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Empiricism: the theory that all knowledge is derived from sense-experience.

Hypothesis: a supposition or proposed explanation made on the basis of limited e
vidence as a starting point for further investigation.
Sample: representative subset of the universe or population.
random sample: is a sample in which each member of the population has an equal c
hance of being selected for the sample.
Size (N): the number of cases in the sample.
In general, the large in the N the more reliable.
Variable: is something that can be changed, such as a characteristic or value. V
ariables are generally used in psychology experiments to determine if changes to
one thing result in changes to another.
median: is the score located at the center of a distribution. Consider this set
of numbers: 2, 3, 6, 8, 10. The median of this number distribution is 6. For di
stributions with an even number of scores, take the average of the two middle sc
ores to find the median. (median is the middle score in a set of given numbers.)
.
Mean: is the mathematical average of a set of numbers. The average is calculated
by adding up two or more scores and dividing the total by the number of scores(
The mean is the arithmetic average of a set of given numbers).
Mode: is the most frequently occurring score in a set of given numbers.
survey: large sample of people are in interview of questionnaire.
The correlation coefficient : r =+- .00 to .99
r=-.92 is strong negative.
Positive Correlations: Both variables increase or decrease at the same time. A c
orrelation coefficient close to +1.00 indicates a strong positive correlation.
Negative Correlations: Indicates that as the amount of one variable increases, t
he other decreases (and vice versa). A correlation coefficient close to -1.00 in
dicates a strong negative correlation.
range = (highest score - lowest score).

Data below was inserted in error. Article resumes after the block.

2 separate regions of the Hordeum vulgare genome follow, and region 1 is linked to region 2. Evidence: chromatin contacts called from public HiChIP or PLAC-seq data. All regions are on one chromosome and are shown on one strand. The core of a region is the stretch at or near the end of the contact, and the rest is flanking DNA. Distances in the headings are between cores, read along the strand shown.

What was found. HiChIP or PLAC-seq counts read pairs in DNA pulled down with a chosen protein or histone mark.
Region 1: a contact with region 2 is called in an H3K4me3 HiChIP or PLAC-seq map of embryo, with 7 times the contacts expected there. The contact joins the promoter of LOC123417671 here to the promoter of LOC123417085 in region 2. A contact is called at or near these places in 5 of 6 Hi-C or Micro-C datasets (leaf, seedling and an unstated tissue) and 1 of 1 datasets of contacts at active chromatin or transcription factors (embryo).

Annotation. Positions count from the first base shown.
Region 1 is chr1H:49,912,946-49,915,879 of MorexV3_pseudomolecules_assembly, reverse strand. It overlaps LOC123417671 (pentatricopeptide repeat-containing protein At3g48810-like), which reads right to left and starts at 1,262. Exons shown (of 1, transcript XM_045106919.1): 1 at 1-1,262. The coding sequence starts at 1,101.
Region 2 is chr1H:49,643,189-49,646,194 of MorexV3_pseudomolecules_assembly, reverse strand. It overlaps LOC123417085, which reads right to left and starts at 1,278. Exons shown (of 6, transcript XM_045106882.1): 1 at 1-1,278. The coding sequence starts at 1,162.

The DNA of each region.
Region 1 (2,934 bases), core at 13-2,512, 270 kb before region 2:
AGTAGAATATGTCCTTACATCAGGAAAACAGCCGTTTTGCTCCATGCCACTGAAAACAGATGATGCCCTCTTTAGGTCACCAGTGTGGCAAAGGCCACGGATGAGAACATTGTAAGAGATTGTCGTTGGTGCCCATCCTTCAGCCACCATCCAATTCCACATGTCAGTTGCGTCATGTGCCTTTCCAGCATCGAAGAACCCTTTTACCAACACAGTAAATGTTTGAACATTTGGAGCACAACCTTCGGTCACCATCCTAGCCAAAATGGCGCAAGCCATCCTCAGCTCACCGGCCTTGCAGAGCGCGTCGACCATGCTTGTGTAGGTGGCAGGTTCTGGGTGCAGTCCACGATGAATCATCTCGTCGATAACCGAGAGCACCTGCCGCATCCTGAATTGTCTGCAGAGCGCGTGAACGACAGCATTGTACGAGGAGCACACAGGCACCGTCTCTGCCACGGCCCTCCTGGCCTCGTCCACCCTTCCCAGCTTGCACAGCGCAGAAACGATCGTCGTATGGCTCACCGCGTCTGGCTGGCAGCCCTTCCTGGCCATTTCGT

case study: one or very few, case or cases is or are study in great detail.
Experiment: a control investigation into the relation the two or more reliable.
1.Wundts germany and 2. Edward Titchener U.K ~~ Structuralism
-Structuralism sought to identify the components of the conscious mind. Or it i
s a method of analysis of aspects of human behavior. { Structuralism was a schoo
l of thought that sought to identify the components (structure) of the mind (the
mind was the key element to psychology at this point). Structuralists believed
that the way to learn about the brain and its functions was to break the mind do
wn into its most basic elements. They believed, the whole is equal to the sum of
the parts.}
3. William James USA...................... Functionalism
- Functionalism: Functionalism was the study of how the conscious mind helps hum
ans survive and successfully adapt to their environment.{ Functionalism was the
psychological school of thought that followed Structuralism and moved away from
focusing on the structure of the mind to a concern with how the conscious is rel
ated to behavior... How does the mind affect what people do? One of the major pr
oponents of Functionalism was Thorndike (created the ever-popular puzzle box) wh
o studied the primary issue of functionalism}
4. John Watson ..................... Behaviorism
- Behaviorism: Behaviorism is an approach to psychology that studies observable
behavior, rather than hidden mental processes.
5. B. F. Skinner........................... Behaviorism..... Operant Conditionin
g
- Operant Conditioning: is the consequences of rewards and punishment on behavio
r.{ Operant Conditioning is a type of learning in which a behavior is strengthen